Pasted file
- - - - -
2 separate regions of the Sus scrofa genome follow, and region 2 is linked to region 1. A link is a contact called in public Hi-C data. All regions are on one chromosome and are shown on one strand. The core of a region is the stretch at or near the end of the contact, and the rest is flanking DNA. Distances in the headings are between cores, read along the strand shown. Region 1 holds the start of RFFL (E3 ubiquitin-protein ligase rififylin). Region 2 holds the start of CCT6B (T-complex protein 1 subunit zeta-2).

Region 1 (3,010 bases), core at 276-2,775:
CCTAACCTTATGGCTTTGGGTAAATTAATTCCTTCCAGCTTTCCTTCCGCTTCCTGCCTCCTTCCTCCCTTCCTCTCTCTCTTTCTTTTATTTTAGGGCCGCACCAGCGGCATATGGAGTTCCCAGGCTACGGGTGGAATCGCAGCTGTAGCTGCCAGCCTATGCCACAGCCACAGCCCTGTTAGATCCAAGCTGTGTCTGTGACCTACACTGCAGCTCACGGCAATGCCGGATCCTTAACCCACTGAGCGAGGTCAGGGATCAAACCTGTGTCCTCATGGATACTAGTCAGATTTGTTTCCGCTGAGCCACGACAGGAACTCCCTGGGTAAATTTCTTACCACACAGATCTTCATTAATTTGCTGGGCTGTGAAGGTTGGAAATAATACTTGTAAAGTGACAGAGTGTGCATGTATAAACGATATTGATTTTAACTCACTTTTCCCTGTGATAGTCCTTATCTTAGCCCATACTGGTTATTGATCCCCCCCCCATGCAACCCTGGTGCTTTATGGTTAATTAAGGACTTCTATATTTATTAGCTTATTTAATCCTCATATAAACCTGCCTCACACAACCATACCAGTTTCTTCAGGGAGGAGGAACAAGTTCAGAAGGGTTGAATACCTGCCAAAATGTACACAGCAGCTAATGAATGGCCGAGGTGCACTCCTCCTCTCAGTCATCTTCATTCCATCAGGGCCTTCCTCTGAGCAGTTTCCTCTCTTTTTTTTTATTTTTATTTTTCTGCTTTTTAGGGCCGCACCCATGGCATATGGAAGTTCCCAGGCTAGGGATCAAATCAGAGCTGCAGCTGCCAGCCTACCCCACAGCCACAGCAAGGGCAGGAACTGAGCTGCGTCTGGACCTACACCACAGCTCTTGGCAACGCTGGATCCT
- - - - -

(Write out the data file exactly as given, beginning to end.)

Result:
2 separate regions of the Sus scrofa genome follow, and region 2 is linked to region 1. A link is a contact called in public Hi-C data. All regions are on one chromosome and are shown on one strand. The core of a region is the stretch at or near the end of the contact, and the rest is flanking DNA. Distances in the headings are between cores, read along the strand shown. Region 1 holds the start of RFFL (E3 ubiquitin-protein ligase rififylin). Region 2 holds the start of CCT6B (T-complex protein 1 subunit zeta-2).

Region 1 (3,010 bases), core at 276-2,775:
CCTAACCTTATGGCTTTGGGTAAATTAATTCCTTCCAGCTTTCCTTCCGCTTCCTGCCTCCTTCCTCCCTTCCTCTCTCTCTTTCTTTTATTTTAGGGCCGCACCAGCGGCATATGGAGTTCCCAGGCTACGGGTGGAATCGCAGCTGTAGCTGCCAGCCTATGCCACAGCCACAGCCCTGTTAGATCCAAGCTGTGTCTGTGACCTACACTGCAGCTCACGGCAATGCCGGATCCTTAACCCACTGAGCGAGGTCAGGGATCAAACCTGTGTCCTCATGGATACTAGTCAGATTTGTTTCCGCTGAGCCACGACAGGAACTCCCTGGGTAAATTTCTTACCACACAGATCTTCATTAATTTGCTGGGCTGTGAAGGTTGGAAATAATACTTGTAAAGTGACAGAGTGTGCATGTATAAACGATATTGATTTTAACTCACTTTTCCCTGTGATAGTCCTTATCTTAGCCCATACTGGTTATTGATCCCCCCCCCATGCAACCCTGGTGCTTTATGGTTAATTAAGGACTTCTATATTTATTAGCTTATTTAATCCTCATATAAACCTGCCTCACACAACCATACCAGTTTCTTCAGGGAGGAGGAACAAGTTCAGAAGGGTTGAATACCTGCCAAAATGTACACAGCAGCTAATGAATGGCCGAGGTGCACTCCTCCTCTCAGTCATCTTCATTCCATCAGGGCCTTCCTCTGAGCAGTTTCCTCTCTTTTTTTTTATTTTTATTTTTCTGCTTTTTAGGGCCGCACCCATGGCATATGGAAGTTCCCAGGCTAGGGATCAAATCAGAGCTGCAGCTGCCAGCCTACCCCACAGCCACAGCAAGGGCAGGAACTGAGCTGCGTCTGGACCTACACCACAGCTCTTGGCAACGCTGGATCCT